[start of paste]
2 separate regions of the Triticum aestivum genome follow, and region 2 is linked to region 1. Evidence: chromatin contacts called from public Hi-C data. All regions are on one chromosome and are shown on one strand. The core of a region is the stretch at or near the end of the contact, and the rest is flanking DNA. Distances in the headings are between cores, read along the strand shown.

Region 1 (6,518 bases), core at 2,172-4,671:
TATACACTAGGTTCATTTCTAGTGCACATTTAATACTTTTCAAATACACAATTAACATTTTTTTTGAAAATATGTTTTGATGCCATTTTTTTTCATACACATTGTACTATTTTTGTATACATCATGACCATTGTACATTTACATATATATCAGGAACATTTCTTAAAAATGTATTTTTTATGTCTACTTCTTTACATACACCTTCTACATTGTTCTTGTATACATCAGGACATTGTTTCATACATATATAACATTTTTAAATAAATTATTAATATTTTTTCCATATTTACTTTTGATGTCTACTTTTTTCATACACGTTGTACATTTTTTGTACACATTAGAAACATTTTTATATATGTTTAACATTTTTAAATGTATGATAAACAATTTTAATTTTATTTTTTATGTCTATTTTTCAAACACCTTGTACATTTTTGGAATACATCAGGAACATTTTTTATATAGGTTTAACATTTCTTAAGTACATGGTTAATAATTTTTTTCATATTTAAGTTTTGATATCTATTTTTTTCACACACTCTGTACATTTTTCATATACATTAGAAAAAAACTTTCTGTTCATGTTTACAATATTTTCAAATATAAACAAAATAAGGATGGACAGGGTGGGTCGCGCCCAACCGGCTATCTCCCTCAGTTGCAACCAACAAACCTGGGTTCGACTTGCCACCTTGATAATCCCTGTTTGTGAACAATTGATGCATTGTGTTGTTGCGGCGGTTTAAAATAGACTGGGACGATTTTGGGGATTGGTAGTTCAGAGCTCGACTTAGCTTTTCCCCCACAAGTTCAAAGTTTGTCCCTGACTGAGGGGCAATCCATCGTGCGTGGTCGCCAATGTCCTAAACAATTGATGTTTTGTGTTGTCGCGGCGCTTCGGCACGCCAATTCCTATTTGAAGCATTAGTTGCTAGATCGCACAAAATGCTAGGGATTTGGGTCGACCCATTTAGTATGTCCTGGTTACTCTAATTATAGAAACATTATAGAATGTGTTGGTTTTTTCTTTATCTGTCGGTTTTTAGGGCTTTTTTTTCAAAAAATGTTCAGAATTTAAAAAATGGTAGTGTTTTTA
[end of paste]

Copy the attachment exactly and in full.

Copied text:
2 separate regions of the Triticum aestivum genome follow, and region 2 is linked to region 1. Evidence: chromatin contacts called from public Hi-C data. All regions are on one chromosome and are shown on one strand. The core of a region is the stretch at or near the end of the contact, and the rest is flanking DNA. Distances in the headings are between cores, read along the strand shown.

Region 1 (6,518 bases), core at 2,172-4,671:
TATACACTAGGTTCATTTCTAGTGCACATTTAATACTTTTCAAATACACAATTAACATTTTTTTTGAAAATATGTTTTGATGCCATTTTTTTTCATACACATTGTACTATTTTTGTATACATCATGACCATTGTACATTTACATATATATCAGGAACATTTCTTAAAAATGTATTTTTTATGTCTACTTCTTTACATACACCTTCTACATTGTTCTTGTATACATCAGGACATTGTTTCATACATATATAACATTTTTAAATAAATTATTAATATTTTTTCCATATTTACTTTTGATGTCTACTTTTTTCATACACGTTGTACATTTTTTGTACACATTAGAAACATTTTTATATATGTTTAACATTTTTAAATGTATGATAAACAATTTTAATTTTATTTTTTATGTCTATTTTTCAAACACCTTGTACATTTTTGGAATACATCAGGAACATTTTTTATATAGGTTTAACATTTCTTAAGTACATGGTTAATAATTTTTTTCATATTTAAGTTTTGATATCTATTTTTTTCACACACTCTGTACATTTTTCATATACATTAGAAAAAAACTTTCTGTTCATGTTTACAATATTTTCAAATATAAACAAAATAAGGATGGACAGGGTGGGTCGCGCCCAACCGGCTATCTCCCTCAGTTGCAACCAACAAACCTGGGTTCGACTTGCCACCTTGATAATCCCTGTTTGTGAACAATTGATGCATTGTGTTGTTGCGGCGGTTTAAAATAGACTGGGACGATTTTGGGGATTGGTAGTTCAGAGCTCGACTTAGCTTTTCCCCCACAAGTTCAAAGTTTGTCCCTGACTGAGGGGCAATCCATCGTGCGTGGTCGCCAATGTCCTAAACAATTGATGTTTTGTGTTGTCGCGGCGCTTCGGCACGCCAATTCCTATTTGAAGCATTAGTTGCTAGATCGCACAAAATGCTAGGGATTTGGGTCGACCCATTTAGTATGTCCTGGTTACTCTAATTATAGAAACATTATAGAATGTGTTGGTTTTTTCTTTATCTGTCGGTTTTTAGGGCTTTTTTTTCAAAAAATGTTCAGAATTTAAAAAATGGTAGTGTTTTTA